Shadow stack

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In computer security, a shadow stack is a mechanism for protecting a procedure's stored return address,[1] such as from a stack buffer overflow. The shadow stack itself is a second, separate stack that "shadows" the program call stack. In the function prologue, a function stores its return address to both the call stack and the shadow stack. In the function epilogue, a function loads the return address from both the call stack and the shadow stack, and then compares them. If the two records of the return address differ, then an attack is detected; the typical course of action is simply to terminate the program or alert system administrators about a possible intrusion attempt. A shadow stack is similar to stack canaries in that both mechanisms aim to maintain the control-flow integrity of the protected program by detecting attacks that tamper the stored return address by an attacker during an exploitation attempt.

Shadow stacks can be implemented by recompiling programs with modified prologues and epilogues,[2] by dynamic binary rewriting techniques to achieve the same effect,[3] or with hardware support.[4] Unlike the call stack, which also stores local program variables, passed arguments, spilled registers and other data, the shadow stack typically just stores a second copy of a function's return address.

Shadow stacks provide more protection for return addresses than stack canaries, which rely on the secrecy of the canary value and are vulnerable to non-contiguous write attacks.[5] Shadow stacks themselves can be protected with guard pages[6] or with information hiding, such that an attacker would also need to locate the shadow stack to overwrite a return address stored there.

Like stack canaries, shadow stacks do not protect stack data other than return addresses, and so offer incomplete protection against security vulnerabilities that result from memory safety errors.

In 2016, Intel announced upcoming hardware support for shadow stacks with their Control-flow Enforcement Technology.[7]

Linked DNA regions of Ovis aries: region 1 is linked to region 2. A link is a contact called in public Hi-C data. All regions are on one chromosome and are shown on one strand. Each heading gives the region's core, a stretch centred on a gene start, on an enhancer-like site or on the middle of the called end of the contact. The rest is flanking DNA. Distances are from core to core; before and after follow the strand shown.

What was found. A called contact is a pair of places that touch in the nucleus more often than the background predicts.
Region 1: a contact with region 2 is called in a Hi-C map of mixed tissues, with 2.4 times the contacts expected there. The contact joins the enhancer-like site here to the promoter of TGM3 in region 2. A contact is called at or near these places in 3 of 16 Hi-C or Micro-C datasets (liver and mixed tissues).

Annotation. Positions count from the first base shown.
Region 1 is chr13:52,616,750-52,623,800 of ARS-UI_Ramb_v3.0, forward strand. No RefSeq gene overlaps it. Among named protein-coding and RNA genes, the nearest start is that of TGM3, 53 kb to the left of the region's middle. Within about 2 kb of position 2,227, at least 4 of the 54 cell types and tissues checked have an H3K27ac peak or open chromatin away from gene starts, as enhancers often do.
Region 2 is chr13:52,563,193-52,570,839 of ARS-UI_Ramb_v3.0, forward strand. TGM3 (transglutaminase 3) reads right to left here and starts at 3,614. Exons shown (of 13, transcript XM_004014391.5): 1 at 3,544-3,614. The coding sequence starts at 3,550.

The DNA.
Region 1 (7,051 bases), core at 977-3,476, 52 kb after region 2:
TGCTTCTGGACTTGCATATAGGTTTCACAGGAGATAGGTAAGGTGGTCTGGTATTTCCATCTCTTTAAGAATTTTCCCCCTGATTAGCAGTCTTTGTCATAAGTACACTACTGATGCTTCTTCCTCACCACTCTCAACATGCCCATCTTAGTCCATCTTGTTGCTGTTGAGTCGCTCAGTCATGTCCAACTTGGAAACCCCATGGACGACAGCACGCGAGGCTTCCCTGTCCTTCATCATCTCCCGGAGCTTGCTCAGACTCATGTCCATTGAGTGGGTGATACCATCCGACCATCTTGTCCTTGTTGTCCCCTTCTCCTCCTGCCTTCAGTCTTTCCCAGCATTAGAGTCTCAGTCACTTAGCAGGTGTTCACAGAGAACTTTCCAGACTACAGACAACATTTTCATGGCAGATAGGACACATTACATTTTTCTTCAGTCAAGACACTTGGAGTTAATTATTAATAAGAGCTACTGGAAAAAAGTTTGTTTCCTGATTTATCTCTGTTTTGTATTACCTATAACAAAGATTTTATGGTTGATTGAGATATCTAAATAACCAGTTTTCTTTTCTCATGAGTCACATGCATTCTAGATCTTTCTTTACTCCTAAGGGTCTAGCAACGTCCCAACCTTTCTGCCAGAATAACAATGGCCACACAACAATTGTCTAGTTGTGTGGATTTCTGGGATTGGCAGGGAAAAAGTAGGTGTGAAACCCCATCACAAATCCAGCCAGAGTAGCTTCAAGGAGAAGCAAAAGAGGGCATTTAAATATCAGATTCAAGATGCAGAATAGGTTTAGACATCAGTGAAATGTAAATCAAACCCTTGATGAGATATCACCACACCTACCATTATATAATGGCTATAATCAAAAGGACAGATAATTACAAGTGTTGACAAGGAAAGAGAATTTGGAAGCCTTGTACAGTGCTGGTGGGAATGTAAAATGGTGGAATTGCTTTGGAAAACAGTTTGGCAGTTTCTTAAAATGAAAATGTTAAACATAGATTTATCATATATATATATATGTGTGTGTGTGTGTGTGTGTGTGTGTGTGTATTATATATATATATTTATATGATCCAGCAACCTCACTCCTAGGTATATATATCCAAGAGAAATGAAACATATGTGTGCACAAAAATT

Shadow stacks face some compatibility problems. After a program throws an exception or a longjmp occurs, the return address at the top of the shadow stack will not match return address popped from the call stack. The typical solution for this problem is to pop entries from the shadow stack until a matching return address is found, and to only terminate the program when no match is found in the shadow stack.[3]

A multithreaded program, which would have a call stack for each executing thread, would then also have a shadow stack shadowing each of the call stacks.

See also[edit]


  1. ^ Delshadtehrani, Leila; Eldridge, Schuyler; Canakci, Sadullah; Egele, Manuel; Joshi, Ajay (2018-01-01). "Nile: A Programmable Monitoring Coprocessor". IEEE Computer Architecture Letters. 17 (1): 92–95. doi:10.1109/LCA.2017.2784416. ISSN 1556-6056.
  2. ^ "StackShield: A "stack smashing" technique protection tool for Linux". Vendicator.
  3. ^ a b Sinnadurai, Saravanan; Zhao, Qin; Wong, Weng Fai (2008). "Transparent runtime shadow stack: Protection against malicious return address modifications" (PDF).
  4. ^ Ozdoganoglu, H.; Brodley, C.; Vijaykumar, T.; Kuperman, B. (2006). "SmashGuard: A Hardware Solution To Prevent Attacks on the Function Return Address" (PDF). IEEE Transactions on Computers. 55 (10): 1271–1285. doi:10.1109/TC.2006.166.
  5. ^ Szekeres, Laszlo; Payer, Mathias; Wei, Tao; Song, Dawn (2003). "SoK: Eternal War in Memory" (PDF). IEEE Symposium on Security and Privacy: 48–63.
  6. ^ Chieuh, Tzi-cker; Hsu, Fu-Hau (2001). "RAD: A Compile-Time Solution To Buffer Overflow Attacks". Proceedings 21st International Conference on Distributed Computing Systems. pp. 409–417. doi:10.1109/ICDSC.2001.918971. ISBN 0-7695-1077-9. S2CID 32026510.
  7. ^ "Control-flow Enforcement Technology Preview" (PDF). Intel Corporation.